One of my favorite looks is the Industrial look. Combinations of steel and wood in contemporary shapes hint to an earlier time and place. I can see these pieces in an industrial loft, a modern apartment, or even a more traditional home, propped with an antique camera collection, old film cases, and lots of design books.
What it is: It used to be that industrial wasn’t even a style — it was a fact of workaday life. But somewhere along the way, we began to appreciate its lack of pretension and the visual appeal that lies within utilitarian surfaces, stripped-back architecture and salvaged objects. It exploded into a trend that shows no signs of waning, and these days, you’re as likely to find industrial décor within the walls of a multimillion-dollar mansion as in a converted loft in a gritty part of town.
Why it works: There’s a hardworking, proletarian quality about industrial style that resonates, and because it celebrates humble materials, it can be as affordable as you need it to be. Pared back to the essentials, it showcases the beautiful interplay between pure form and function. It’s unassuming, comfortable in its own skin and all the more chic for it.
You’ll love it if… You’re allergic to big-box furniture stores. Your favorite shop is the salvage yard. Your classmates wore neon and Keds; you paired steel-toed boots with vintage dresses. You had cinder-block shelving well beyond your student days.
Have Fun reading!
Ok…My place don’t look like this either so here are the Industrial look key pieces:
1. Marconi Floor Lamp 2. Iron Bookshelf 3. Right on Track Coffee Table 4. Industrial Steel Chair 5. Side Table 6. Set of 2 Metal Stools
Living room: Beyond wood and metal, Warm Industrial welcomes with worn leather, natural elements, and the comfort of things that have a history.The opposite of formal, this living room is made for relaxing.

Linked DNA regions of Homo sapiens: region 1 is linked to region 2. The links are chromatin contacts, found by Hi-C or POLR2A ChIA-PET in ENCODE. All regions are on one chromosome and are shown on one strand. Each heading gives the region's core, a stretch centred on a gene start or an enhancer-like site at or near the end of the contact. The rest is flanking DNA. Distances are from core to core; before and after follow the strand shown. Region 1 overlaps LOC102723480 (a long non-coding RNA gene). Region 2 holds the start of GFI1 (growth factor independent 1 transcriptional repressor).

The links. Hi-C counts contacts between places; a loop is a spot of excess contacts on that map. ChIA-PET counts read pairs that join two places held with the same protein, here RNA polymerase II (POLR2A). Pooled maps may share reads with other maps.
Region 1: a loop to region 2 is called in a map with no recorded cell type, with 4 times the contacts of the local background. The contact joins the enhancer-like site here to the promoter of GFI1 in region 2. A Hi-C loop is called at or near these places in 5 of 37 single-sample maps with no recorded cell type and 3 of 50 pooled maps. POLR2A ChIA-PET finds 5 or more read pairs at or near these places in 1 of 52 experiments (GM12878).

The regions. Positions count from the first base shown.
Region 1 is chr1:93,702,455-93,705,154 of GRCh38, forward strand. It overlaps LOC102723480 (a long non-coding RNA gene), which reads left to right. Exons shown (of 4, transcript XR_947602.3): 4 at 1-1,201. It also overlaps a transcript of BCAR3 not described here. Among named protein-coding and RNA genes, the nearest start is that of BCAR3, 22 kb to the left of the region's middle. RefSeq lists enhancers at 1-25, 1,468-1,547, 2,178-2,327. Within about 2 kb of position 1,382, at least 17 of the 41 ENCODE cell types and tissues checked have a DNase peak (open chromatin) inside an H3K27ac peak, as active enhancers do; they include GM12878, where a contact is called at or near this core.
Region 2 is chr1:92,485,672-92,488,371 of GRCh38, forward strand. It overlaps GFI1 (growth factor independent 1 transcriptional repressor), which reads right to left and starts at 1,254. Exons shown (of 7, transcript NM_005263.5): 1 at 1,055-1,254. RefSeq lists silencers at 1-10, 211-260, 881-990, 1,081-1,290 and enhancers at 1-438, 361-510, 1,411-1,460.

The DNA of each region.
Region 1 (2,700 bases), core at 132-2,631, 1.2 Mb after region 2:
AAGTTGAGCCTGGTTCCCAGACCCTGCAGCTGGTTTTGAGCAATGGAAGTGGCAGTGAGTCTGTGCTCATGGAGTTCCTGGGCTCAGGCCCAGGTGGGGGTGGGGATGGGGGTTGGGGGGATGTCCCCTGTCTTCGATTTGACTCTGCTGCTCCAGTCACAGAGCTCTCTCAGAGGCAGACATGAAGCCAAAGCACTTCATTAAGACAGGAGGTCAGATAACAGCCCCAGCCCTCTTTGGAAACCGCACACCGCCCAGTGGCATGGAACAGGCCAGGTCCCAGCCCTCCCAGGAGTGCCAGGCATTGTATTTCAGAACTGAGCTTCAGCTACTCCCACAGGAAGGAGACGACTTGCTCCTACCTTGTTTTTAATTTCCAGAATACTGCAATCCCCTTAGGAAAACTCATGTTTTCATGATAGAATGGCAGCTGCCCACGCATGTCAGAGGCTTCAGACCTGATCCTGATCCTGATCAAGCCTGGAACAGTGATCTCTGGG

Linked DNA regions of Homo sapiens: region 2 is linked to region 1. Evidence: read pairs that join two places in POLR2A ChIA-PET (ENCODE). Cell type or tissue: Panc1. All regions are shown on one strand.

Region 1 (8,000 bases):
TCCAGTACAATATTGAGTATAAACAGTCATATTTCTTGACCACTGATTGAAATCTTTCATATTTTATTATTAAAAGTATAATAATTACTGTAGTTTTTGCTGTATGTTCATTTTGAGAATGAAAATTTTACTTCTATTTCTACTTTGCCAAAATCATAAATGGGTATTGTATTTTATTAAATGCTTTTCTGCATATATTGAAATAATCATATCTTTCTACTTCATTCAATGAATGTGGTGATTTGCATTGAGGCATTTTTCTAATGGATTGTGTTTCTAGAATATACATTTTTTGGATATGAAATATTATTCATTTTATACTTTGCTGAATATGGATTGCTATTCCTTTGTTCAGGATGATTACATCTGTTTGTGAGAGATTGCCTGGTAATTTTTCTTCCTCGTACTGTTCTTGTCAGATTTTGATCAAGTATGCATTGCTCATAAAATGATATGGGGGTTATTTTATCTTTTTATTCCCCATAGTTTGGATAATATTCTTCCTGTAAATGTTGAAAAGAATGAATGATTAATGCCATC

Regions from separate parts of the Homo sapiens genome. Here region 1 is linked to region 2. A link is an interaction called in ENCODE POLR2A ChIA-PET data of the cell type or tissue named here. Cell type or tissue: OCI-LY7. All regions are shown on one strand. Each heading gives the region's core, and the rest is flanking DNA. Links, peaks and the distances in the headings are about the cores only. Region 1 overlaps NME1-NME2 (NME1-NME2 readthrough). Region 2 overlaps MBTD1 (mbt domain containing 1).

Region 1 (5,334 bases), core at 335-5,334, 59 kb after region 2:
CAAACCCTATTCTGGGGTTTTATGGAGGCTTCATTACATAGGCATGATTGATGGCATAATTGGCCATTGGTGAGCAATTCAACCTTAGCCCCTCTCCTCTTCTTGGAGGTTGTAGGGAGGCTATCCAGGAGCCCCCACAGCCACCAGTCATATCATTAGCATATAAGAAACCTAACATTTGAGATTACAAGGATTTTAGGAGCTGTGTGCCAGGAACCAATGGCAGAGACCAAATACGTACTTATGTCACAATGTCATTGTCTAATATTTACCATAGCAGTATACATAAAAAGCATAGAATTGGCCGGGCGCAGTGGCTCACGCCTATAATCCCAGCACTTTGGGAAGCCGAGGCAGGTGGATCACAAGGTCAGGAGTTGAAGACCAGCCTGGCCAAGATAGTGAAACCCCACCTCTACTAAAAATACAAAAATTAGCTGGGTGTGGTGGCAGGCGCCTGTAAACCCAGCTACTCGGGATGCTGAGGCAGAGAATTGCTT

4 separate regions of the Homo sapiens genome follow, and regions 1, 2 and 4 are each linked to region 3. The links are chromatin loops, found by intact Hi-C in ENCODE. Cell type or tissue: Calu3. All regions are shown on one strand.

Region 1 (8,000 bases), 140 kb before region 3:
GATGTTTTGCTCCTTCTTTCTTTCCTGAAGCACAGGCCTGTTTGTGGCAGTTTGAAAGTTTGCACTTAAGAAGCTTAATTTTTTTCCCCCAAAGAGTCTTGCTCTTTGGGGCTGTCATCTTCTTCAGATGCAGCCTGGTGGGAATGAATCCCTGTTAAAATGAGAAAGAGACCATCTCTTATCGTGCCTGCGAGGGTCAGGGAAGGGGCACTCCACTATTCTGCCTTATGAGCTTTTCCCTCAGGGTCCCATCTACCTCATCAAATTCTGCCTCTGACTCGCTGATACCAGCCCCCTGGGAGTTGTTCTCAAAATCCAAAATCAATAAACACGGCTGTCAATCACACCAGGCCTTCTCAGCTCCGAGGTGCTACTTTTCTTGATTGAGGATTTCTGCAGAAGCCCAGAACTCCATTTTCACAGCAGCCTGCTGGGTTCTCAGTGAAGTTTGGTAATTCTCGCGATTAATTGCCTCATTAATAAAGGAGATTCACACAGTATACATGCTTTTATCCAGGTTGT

Mix new pieces with reclaimed ones — search thrift stores, flea markets and garage sales, and don’t be shy about investigating curbside castaways. Repurposing is central to this style: wooden crates turned into tables, old lockers used as storage, battered ladders turned into shelving.
Though an ancient Chesterfield or a simple rustic-framed sofa would do, the relaxed shape of this option would look equally at home in an expansive loft or a cozy A-frame.
Padded pieces should be simple and free of frills — nothing breaks the tension of industrial décor like an overstuffed wing chair or a tufted ottoman. Choose solid upholstery in natural textures and neutral colors.
Style Secret: Cool Colors
Start with a background of neutrals that have cool undertones, and then you could bring in a measured dose of citron, tangerine, fuchsia or another saturated hue.
Smart strategy: Even if you decide to stick mostly with grays, vary the shades — some light, some deep, some in the middle — to keep the space from feeling one-dimensional. Because of the emphasis on materials such as concrete, corrugated metal and perhaps a smidgen of rust, industrial style usually has built-in texture to break up the monochromatic palette. But if a room feels flat, consider adding a few more tactile elements to lend depth.
Source: Houzz.com & Restoration Hardware